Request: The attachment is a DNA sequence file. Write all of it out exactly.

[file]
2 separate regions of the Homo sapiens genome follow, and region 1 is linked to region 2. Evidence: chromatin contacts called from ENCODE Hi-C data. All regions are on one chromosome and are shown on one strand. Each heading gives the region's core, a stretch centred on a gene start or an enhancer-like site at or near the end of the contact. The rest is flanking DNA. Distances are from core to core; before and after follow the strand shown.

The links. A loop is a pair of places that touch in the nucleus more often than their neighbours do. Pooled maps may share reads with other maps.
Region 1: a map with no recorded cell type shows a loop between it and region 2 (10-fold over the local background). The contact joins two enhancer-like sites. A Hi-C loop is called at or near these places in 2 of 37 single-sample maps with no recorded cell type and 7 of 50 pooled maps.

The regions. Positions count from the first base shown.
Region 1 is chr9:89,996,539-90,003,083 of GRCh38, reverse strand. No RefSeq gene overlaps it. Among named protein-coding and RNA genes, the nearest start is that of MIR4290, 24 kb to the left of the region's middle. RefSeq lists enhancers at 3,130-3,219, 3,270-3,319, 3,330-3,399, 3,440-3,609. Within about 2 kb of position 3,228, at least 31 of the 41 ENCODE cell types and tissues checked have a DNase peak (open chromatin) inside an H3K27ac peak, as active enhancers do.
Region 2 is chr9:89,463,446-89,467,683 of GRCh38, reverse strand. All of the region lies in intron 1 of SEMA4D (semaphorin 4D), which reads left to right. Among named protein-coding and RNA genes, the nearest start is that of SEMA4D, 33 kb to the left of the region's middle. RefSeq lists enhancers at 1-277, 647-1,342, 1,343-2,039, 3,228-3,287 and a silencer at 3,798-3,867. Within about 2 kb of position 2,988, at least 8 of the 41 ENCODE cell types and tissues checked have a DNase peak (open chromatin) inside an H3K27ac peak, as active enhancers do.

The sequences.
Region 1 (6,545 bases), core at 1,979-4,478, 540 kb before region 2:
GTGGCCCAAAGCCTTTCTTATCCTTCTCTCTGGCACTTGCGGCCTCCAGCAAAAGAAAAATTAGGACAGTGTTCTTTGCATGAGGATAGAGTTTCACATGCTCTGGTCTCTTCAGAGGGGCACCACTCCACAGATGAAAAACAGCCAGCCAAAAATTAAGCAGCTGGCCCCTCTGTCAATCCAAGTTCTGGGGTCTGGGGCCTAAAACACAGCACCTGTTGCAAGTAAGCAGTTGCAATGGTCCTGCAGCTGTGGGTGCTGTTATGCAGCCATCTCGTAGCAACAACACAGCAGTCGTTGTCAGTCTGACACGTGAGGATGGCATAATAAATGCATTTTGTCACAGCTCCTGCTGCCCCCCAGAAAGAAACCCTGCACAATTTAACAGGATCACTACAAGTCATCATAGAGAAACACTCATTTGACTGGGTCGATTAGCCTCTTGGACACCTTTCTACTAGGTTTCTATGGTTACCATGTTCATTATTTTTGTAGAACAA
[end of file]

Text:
2 separate regions of the Homo sapiens genome follow, and region 1 is linked to region 2. Evidence: chromatin contacts called from ENCODE Hi-C data. All regions are on one chromosome and are shown on one strand. Each heading gives the region's core, a stretch centred on a gene start or an enhancer-like site at or near the end of the contact. The rest is flanking DNA. Distances are from core to core; before and after follow the strand shown.

The links. A loop is a pair of places that touch in the nucleus more often than their neighbours do. Pooled maps may share reads with other maps.
Region 1: a map with no recorded cell type shows a loop between it and region 2 (10-fold over the local background). The contact joins two enhancer-like sites. A Hi-C loop is called at or near these places in 2 of 37 single-sample maps with no recorded cell type and 7 of 50 pooled maps.

The regions. Positions count from the first base shown.
Region 1 is chr9:89,996,539-90,003,083 of GRCh38, reverse strand. No RefSeq gene overlaps it. Among named protein-coding and RNA genes, the nearest start is that of MIR4290, 24 kb to the left of the region's middle. RefSeq lists enhancers at 3,130-3,219, 3,270-3,319, 3,330-3,399, 3,440-3,609. Within about 2 kb of position 3,228, at least 31 of the 41 ENCODE cell types and tissues checked have a DNase peak (open chromatin) inside an H3K27ac peak, as active enhancers do.
Region 2 is chr9:89,463,446-89,467,683 of GRCh38, reverse strand. All of the region lies in intron 1 of SEMA4D (semaphorin 4D), which reads left to right. Among named protein-coding and RNA genes, the nearest start is that of SEMA4D, 33 kb to the left of the region's middle. RefSeq lists enhancers at 1-277, 647-1,342, 1,343-2,039, 3,228-3,287 and a silencer at 3,798-3,867. Within about 2 kb of position 2,988, at least 8 of the 41 ENCODE cell types and tissues checked have a DNase peak (open chromatin) inside an H3K27ac peak, as active enhancers do.

The sequences.
Region 1 (6,545 bases), core at 1,979-4,478, 540 kb before region 2:
GTGGCCCAAAGCCTTTCTTATCCTTCTCTCTGGCACTTGCGGCCTCCAGCAAAAGAAAAATTAGGACAGTGTTCTTTGCATGAGGATAGAGTTTCACATGCTCTGGTCTCTTCAGAGGGGCACCACTCCACAGATGAAAAACAGCCAGCCAAAAATTAAGCAGCTGGCCCCTCTGTCAATCCAAGTTCTGGGGTCTGGGGCCTAAAACACAGCACCTGTTGCAAGTAAGCAGTTGCAATGGTCCTGCAGCTGTGGGTGCTGTTATGCAGCCATCTCGTAGCAACAACACAGCAGTCGTTGTCAGTCTGACACGTGAGGATGGCATAATAAATGCATTTTGTCACAGCTCCTGCTGCCCCCCAGAAAGAAACCCTGCACAATTTAACAGGATCACTACAAGTCATCATAGAGAAACACTCATTTGACTGGGTCGATTAGCCTCTTGGACACCTTTCTACTAGGTTTCTATGGTTACCATGTTCATTATTTTTGTAGAACAA